Sotomayor reversed by U.S. Supreme Court in racial discrimination suit

By Linda Bentley | July 1, 2009

‘... the war between disparate impact and equal protection will be waged sooner or later’

Sotomayor & Obama
WASHINGTON, D.C. – On June 29, the U.S. Supreme Court, in a 5-4 decision, ruled in favor of a group of New Haven, Conn. firefighters, who sued the city for discrimination when their test results that would have allowed them to be considered for promotions were thrown out by the city because not enough minorities passed the test.

The court found the city’s actions to be in violation of Title VII of the Civil Rights Act of 1964, which prohibits intentional acts of employment discrimination based on race, color, religion, sex and national origin.

The Supreme Court’s decision in the case, known as Ricci v. DeSteffano, also overturned the opinion of the Second Circuit Court of Appeals, in which Judge Sonia Sotomayor, President Obama’s Supreme Court nominee, affirmed the district court’s ruling in favor of the city’s decision not to certify the tests, effectively denying white firefighters an earned chance at promotions, based exclusively on race.

Plaintiff Frank Ricci stated the test questions were based on New Haven Fire Department’s own rules and procedures, and on “nationally recognized” materials representing accepted standards for firefighting.

Before he even knew whether or not he had passed the test, Ricci said “… the people who passed should be promoted. When your life’s on the line, second best may not be good enough.”

The district court concluded New Haven’s “motivation to avoid making promotions based on a test with a racially disparate impact . . . does not, as a matter of law, constitute discriminatory intent” under Title VII.

Following full briefings and oral arguments, the court of appeals affirmed the district court’s opinion in a one-paragraph, unpublished summary order, which it later withdrew and issued a nearly identical, one-paragraph opinion adopting the district court’s reasoning in its place.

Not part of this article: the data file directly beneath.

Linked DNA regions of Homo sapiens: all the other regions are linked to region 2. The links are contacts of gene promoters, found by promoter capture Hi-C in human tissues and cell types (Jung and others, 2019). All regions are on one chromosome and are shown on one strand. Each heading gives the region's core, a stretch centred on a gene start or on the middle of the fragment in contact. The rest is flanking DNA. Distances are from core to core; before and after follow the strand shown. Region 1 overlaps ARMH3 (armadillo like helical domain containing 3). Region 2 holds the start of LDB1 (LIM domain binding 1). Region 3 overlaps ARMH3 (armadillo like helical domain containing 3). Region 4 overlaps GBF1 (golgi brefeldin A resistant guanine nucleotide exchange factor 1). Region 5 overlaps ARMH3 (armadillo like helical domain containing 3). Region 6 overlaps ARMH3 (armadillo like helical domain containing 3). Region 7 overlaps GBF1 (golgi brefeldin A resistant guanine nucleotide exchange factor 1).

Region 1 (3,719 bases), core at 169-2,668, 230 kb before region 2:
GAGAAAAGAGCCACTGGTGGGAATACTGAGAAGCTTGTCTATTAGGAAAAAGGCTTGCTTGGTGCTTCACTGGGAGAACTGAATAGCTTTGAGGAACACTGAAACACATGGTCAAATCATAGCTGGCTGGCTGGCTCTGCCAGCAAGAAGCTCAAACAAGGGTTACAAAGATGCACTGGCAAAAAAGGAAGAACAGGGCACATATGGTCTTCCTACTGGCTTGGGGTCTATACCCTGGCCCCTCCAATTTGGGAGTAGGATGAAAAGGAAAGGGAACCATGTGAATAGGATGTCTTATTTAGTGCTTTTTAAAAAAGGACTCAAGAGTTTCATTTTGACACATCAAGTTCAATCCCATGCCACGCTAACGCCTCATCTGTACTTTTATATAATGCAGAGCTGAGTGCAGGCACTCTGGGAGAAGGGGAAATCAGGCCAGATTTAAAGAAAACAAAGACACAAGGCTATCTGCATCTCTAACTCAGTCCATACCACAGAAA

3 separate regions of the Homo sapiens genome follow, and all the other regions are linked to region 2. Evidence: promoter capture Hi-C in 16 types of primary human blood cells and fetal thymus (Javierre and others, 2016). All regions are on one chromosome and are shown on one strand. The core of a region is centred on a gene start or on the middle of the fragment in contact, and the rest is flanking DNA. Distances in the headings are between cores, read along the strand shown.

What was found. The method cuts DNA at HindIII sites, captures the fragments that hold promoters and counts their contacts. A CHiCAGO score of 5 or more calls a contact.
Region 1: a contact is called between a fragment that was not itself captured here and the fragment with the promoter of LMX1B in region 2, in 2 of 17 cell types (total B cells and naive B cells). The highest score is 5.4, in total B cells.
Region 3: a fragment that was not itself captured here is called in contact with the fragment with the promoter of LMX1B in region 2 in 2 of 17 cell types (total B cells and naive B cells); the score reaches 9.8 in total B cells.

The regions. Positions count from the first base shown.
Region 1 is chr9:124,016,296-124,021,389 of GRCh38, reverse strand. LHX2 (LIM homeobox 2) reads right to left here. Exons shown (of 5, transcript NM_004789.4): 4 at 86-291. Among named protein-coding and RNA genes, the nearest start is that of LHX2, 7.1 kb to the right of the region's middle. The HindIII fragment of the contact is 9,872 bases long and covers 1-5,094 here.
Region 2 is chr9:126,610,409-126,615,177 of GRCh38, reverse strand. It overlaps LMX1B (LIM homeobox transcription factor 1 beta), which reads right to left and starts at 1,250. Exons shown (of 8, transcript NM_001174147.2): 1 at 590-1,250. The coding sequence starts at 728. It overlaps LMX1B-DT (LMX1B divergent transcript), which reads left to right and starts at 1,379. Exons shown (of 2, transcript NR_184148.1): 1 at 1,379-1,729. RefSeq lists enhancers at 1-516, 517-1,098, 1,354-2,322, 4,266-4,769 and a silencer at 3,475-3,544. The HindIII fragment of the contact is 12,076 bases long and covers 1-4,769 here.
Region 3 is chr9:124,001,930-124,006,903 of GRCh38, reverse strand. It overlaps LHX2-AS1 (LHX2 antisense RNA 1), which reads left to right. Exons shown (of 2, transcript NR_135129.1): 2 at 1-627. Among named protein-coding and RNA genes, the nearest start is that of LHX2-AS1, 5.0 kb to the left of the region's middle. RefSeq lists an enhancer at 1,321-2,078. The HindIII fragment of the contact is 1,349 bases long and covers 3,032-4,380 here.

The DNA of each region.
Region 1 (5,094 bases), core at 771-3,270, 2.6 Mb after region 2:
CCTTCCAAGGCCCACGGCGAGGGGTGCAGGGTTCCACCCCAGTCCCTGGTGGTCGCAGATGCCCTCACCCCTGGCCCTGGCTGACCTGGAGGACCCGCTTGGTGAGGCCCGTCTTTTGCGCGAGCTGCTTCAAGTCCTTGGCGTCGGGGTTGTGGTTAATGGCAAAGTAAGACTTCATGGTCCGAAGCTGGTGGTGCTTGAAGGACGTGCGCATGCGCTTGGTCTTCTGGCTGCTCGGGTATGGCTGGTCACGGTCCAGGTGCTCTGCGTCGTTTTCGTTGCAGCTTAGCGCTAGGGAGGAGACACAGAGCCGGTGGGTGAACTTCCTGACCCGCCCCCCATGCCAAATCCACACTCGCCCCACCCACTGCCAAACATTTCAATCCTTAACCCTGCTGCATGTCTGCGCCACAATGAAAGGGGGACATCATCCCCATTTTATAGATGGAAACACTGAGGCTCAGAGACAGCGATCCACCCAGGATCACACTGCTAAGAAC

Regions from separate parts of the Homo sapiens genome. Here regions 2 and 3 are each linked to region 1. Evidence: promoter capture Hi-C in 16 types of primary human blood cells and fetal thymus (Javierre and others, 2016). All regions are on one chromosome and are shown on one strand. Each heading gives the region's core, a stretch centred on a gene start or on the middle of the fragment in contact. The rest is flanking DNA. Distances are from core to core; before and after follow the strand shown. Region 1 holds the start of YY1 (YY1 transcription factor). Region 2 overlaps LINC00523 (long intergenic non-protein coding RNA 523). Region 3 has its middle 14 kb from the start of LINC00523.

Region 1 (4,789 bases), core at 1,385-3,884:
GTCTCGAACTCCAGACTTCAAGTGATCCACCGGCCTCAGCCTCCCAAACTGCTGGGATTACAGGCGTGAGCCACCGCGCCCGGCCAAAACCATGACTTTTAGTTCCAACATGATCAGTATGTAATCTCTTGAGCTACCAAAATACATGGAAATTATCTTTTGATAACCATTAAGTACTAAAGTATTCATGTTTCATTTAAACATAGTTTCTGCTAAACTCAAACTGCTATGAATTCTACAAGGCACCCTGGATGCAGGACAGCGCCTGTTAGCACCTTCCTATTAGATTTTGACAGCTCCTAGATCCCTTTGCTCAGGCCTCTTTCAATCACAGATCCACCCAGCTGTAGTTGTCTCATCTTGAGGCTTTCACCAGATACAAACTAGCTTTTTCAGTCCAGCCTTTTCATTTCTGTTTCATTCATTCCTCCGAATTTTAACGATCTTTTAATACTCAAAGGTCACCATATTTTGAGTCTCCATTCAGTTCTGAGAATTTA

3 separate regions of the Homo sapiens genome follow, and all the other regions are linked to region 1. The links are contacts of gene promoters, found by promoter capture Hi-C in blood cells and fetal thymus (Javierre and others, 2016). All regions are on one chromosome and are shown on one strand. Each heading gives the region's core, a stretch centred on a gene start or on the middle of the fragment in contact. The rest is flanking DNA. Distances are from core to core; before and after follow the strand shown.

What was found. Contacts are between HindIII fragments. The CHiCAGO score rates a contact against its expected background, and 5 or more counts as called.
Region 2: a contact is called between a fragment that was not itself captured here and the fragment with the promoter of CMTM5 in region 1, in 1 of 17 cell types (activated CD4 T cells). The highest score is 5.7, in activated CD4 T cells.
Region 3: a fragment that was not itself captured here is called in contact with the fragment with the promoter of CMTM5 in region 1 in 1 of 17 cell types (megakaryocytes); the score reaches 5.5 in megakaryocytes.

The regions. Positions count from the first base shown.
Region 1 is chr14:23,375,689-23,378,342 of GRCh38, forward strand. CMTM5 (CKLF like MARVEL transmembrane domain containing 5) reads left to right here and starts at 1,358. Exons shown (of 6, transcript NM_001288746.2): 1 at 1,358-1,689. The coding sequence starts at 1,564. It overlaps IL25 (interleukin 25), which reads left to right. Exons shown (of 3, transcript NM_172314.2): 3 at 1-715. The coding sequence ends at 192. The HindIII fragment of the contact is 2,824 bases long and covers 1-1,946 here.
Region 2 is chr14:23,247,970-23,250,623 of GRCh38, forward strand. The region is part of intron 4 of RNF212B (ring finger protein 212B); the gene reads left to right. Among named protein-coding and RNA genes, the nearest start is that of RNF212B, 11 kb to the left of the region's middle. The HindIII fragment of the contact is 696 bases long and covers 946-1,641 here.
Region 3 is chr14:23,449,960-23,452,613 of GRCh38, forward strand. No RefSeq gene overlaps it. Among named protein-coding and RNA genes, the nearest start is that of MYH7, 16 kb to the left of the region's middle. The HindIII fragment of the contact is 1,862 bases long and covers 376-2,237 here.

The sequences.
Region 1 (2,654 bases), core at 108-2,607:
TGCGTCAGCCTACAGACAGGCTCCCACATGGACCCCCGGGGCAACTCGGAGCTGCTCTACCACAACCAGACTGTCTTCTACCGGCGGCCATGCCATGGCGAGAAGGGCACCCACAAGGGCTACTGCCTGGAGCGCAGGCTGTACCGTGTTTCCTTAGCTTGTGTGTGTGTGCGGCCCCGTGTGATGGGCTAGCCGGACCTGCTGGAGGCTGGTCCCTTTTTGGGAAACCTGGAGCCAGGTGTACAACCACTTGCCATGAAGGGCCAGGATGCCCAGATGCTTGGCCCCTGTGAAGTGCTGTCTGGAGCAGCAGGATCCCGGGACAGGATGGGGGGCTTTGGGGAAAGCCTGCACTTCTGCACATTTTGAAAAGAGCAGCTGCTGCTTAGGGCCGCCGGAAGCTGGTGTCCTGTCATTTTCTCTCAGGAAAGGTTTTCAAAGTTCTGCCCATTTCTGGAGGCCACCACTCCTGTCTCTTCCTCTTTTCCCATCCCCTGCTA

Justice Kennedy, who delivered the opinion of the court, in which Chief Justice Roberts, justices Scalia, Thomas and Alito joined, said all the evidence demonstrated the city chose not to certify the examination results due to the statistical disparity based on race and wrote, “As the District Court put it, the city rejected the test results because ‘too many whites and not enough minorities would be promoted were the lists to be certified.’”

While the city rejected the test results solely because the higher scoring candidates were white, the question at hand was not whether that conduct was discriminatory but whether the city had a lawful justification for its race-based action.

Kennedy stated, “As we have discussed at length, the process was open and fair. The problem, of course, is that after the tests were completed, the raw racial results became the predominant rationale for the city’s refusal to certify the results. The injury arises in part from the high, and justified, expectations of the candidates who had participated in the testing process on the terms the city had established for the promotional process.”

Justice Alito, who also filed a concurring opinion, in which justices Scalia and Thomas joined, took on the dissenting opinion by Justice Ginsberg that sided with the city’s decision to scrap the test results.

Alito wrote, “Almost as soon as the city disclosed the racial makeup of the list of firefighters who scored the highest on the exam, the city administration was lobbied by an influential community leader to scrap the test results, and the city administration decided on that course of action before making any real assessment of the possibility of a disparate-impact violation.”

Justice Scalia, in a concurring opinion, wrote, “I join the court’s opinion in full, but write separately to observe that its resolution of this dispute merely postpones the evil day on which the court will have to confront the question: Whether, or to what extent, are the disparate-impact provisions of Title VII … consistent with the Constitution’s guarantee of equal protection?”

He stated, “… the war between disparate impact and equal protection will be waged sooner or later, and it behooves us to begin thinking about how – and on what terms – to make peace between them.”